Clara Mantaux lost the first set of her singles match and needed the third-set tiebreaker to win.
Sybille Gauvain and Tamara Culibrk were up a set in singles when the match was stopped.
Gauvain becomes the second Spartan to earn All-Mountain West singles honors four times.
Three San Jose State players experienced Mountain West Championship success in 2017.
The decision came down to Miyo Kobayashi's match at #3-singles.
Phone: (336) 655-5856
Chad Skorupka was appointed the San José State University women’s tennis head coach in July 2015 and immediately established himself as one of the program's most successful head coaches since the program's inception.
The 2017 Mountain West Coach of the Year directed the Spartans to their first conference championship in four years, their first as a Mountain West member since joining the conference in 2013, and San Jose State's second appearance in the NCAA Women's Tennis Championships team tournament in school history.
In his two seasons as the Spartans' head coach, the doubles team of Sybille Gauvain and Marie Klocker finished each season nationally ranked by the Intercollegiate Tennis Association (#96 in 2016 and #64 in 2017) and Gauvain was a nationally-rannked singles player (#89 in 2017). Gauvain and Klocker were All-Mountain West in singles and doubles in each of Skorupka's seasons as head coach.
Academically, San Jose State earned 2016 and 2017 ITA All-Academic Team awards for maintaining a cumulative grade-point average as a team of at least 3.20 on a 4.00 scale. The Spartans now have a streak of six consecutive years as a team ITA Academic Award winner. San Jose State also picked up eight ITA Scholar-Athlete Awards. His players also received 11 Academic All-Mountain West and eight Mountain West Scholar-Athlete awards in his two seasons as head coach.
He first joined the San José State coaching staff in 2012 as the volunteer assistant and was named the assistant coach in 2013.
The 2013 Spartans won the San José State’s first conference championship in the sport capturing the Western Athletic Conference Championship, played in the university’s first NCAA Women’s Championship and finished the season in the final Intercollegiate Tennis Association’s (ITA) national rankings at #63.
In his three seasons as a San José State assistant, the Spartans’ 45 dual-match victories are the most in any three-year period at the school since 1984 through 1986. The 2013 team ranked #63 and the 2015 squad ranked #73 in the final ITA rankings are San Jose State’s first two nationally-ranked teams.
A NCAA Division I head coach with a 145-101 win-loss record and seven NCAA Championship appearances in 11 years, he was the head coach at Wake Forest University for five seasons (2006-10) and Yale University (2002-05) for four. At Wake Forest, his teams advanced to the NCAA Championships four consecutive years (2006-09). At Yale, his Bulldogs teams were listed in the final ITA rankings in 2003 (No. 53) and 2004 (No. 70) and he was named the 2004 ITA East Region Coach of the Year.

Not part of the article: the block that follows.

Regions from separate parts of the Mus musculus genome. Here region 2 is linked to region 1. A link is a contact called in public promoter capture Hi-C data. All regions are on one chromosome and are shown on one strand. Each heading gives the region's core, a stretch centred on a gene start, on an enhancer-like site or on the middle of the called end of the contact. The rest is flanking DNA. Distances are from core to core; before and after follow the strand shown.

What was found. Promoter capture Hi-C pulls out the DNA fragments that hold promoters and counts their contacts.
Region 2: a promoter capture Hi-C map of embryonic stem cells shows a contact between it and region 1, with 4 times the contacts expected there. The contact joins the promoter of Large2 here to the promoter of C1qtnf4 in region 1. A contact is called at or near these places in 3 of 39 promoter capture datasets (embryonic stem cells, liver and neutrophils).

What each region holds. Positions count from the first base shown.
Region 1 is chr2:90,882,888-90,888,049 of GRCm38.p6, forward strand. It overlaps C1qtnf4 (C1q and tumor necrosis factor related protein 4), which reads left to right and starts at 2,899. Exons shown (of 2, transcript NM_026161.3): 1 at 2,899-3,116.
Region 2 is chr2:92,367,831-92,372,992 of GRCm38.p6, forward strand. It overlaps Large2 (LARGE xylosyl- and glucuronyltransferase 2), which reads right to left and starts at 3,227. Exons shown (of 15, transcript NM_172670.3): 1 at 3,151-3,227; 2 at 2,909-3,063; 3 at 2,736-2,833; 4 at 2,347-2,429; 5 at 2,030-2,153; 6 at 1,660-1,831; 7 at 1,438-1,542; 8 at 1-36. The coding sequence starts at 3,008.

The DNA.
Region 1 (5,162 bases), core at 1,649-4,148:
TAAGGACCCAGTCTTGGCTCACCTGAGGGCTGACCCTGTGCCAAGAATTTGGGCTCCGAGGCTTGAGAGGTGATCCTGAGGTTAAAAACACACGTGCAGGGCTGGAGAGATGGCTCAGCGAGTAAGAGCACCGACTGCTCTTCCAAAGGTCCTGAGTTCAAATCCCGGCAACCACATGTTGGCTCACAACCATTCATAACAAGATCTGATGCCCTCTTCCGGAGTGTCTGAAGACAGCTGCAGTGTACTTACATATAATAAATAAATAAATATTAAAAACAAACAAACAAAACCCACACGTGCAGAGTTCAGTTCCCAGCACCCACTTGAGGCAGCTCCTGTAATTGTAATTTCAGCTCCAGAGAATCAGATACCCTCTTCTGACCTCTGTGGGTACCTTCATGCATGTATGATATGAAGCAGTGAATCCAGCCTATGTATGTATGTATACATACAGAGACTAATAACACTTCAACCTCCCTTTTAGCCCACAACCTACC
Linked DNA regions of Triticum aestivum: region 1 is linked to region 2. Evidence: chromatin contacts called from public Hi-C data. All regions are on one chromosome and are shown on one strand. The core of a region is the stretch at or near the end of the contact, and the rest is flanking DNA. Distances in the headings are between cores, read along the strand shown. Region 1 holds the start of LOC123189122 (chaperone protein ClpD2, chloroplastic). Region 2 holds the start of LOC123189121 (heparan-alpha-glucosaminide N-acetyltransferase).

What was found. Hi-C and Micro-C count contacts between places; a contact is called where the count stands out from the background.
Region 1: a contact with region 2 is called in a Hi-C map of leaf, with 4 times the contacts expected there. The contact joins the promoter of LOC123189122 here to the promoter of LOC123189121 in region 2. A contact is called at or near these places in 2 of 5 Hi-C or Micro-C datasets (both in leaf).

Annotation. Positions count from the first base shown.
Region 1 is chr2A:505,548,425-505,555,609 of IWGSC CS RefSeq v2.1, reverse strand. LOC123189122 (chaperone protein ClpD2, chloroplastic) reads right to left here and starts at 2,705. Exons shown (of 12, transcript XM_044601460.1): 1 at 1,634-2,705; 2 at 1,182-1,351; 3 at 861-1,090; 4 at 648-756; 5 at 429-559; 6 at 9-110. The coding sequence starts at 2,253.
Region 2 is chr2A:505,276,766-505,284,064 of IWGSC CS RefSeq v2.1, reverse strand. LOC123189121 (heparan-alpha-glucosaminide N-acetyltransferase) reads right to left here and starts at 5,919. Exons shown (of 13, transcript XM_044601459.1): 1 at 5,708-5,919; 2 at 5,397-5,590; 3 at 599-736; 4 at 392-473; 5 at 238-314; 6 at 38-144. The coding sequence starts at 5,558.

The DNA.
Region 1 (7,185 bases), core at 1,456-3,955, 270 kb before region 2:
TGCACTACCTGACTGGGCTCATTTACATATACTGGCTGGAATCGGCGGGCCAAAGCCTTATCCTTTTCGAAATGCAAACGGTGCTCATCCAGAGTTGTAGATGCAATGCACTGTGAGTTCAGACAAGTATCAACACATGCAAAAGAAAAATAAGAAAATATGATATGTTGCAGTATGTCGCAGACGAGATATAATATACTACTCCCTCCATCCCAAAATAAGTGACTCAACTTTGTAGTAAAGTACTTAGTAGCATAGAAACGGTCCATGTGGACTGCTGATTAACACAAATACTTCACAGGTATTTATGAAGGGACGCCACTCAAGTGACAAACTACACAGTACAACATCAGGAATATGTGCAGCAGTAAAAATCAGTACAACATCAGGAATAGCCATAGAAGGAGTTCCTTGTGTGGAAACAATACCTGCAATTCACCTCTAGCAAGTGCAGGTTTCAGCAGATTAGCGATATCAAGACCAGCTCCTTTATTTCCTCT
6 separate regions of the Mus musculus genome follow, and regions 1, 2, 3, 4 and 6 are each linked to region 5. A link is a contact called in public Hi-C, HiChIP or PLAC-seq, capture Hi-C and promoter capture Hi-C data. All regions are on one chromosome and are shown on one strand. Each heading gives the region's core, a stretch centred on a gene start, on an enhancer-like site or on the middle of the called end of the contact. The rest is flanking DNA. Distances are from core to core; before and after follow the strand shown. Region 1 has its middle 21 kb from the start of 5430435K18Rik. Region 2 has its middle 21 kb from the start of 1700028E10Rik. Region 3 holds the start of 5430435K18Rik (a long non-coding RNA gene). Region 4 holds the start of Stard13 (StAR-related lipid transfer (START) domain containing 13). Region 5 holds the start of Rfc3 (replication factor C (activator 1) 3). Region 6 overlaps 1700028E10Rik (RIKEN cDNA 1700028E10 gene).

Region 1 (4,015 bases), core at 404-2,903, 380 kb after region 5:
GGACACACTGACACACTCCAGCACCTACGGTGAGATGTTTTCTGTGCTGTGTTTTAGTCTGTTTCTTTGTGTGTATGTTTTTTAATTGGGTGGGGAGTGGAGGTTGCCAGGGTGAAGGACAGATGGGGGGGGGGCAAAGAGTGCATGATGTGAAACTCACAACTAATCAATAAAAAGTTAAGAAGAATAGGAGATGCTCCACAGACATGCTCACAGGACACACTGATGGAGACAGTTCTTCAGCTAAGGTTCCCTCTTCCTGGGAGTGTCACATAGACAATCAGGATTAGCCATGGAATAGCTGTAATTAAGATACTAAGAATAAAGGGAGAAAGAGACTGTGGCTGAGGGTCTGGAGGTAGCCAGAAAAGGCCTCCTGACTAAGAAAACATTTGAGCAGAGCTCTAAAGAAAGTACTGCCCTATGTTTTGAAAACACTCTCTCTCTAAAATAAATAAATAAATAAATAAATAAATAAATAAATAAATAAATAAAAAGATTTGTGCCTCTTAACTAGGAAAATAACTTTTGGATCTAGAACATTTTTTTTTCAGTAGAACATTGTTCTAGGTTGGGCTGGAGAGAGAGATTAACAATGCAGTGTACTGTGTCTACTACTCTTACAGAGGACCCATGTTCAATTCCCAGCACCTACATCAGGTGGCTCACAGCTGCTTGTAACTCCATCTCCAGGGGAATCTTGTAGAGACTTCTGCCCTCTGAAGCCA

After finishing his playing career at Penn State, Skorupka stayed on as an assistant coach with the Nittany Lions from 1997-99. In 1998, he was named ITA East Region Assistant Coach of the Year.
Skorupka moved to Wake Forest as an assistant coach for the 1999-2000 and 2000-01 campaigns. In two his seasons, the Demon Deacons compiled a 42-12 record, advanced at least to the round of 16 at the NCAA Championships and were ranked as high as No. 5 during the 2000 season.
Skorupka received his bachelor's degree in international politics from Penn State in 1994 and earned a master's degree in counseling education from Penn State in 1999.
As a player, Skorupka was a four-year starter on the Nittany Lions men's tennis team and was part of a doubles team that won the Rolex Region I title in 1993. He reached a career-high ranking of No. 12 in doubles in the fall of 1993. Skorupka served as a team captain during the 1993-94 season and also received the school's senior award for athletic excellence.
Skorupka and his wife, Debra, and their son, Riley, reside in Los Gatos, Calif.
|Year||School||Position||Record||Championship||Final ITA Ranking|
|2017||San José State||Head Coach||14-8||Mountain West Championship; NCAA Team - Round of 64||8th - Northwest Region|
|2016||San José State||Head Coach||12-10||10th - Northwest Region|
|Totals (2 Seasons)||26-18 (.591)|
|2015||San José State||Assistant Coach||14-7||73|
|2014||San José State||Assistant Coach||12-14|
|2013||San José State||Volunteer Assistant Coach||19-6||WAC Championship;
NCAA Team - Round of 64
|2010||Wake Forest||Head Coach||11-14||53|
|2009||Wake Forest||Head Coach||13-13||
NCAA Team - Round of 64
|2008||Wake Forest||Head Coach||8-14||NCAA Team - Round of 64||42|
|2007||Wake Forest||Head Coach||15-8||NCAA Team - Round of 32||20|
|2006||Wake Forest||Head Coach||14-10||NCAA Team - Round of 32||22|
|Totals (5 Seasons)||61-59 (.508)|
|2002||Yale||Head Coach||18-5||ECAC Championship||N/R|
|Totals (4 Seasons)||58-24 (.707)|
Totals (11 Seasons)
|Head Coach||145-101 (.589)|
|2001||Wake Forest||Assistant Coach||19-9||NCAA Team - Round of 16||15|
|2000||Wake Forest||Assistant Coach||23-3||NCAA Team - Quarterfinals||5|
|1999||Penn State||Assistant Coach||11-6|
|1998||Penn State||Assistant Coach|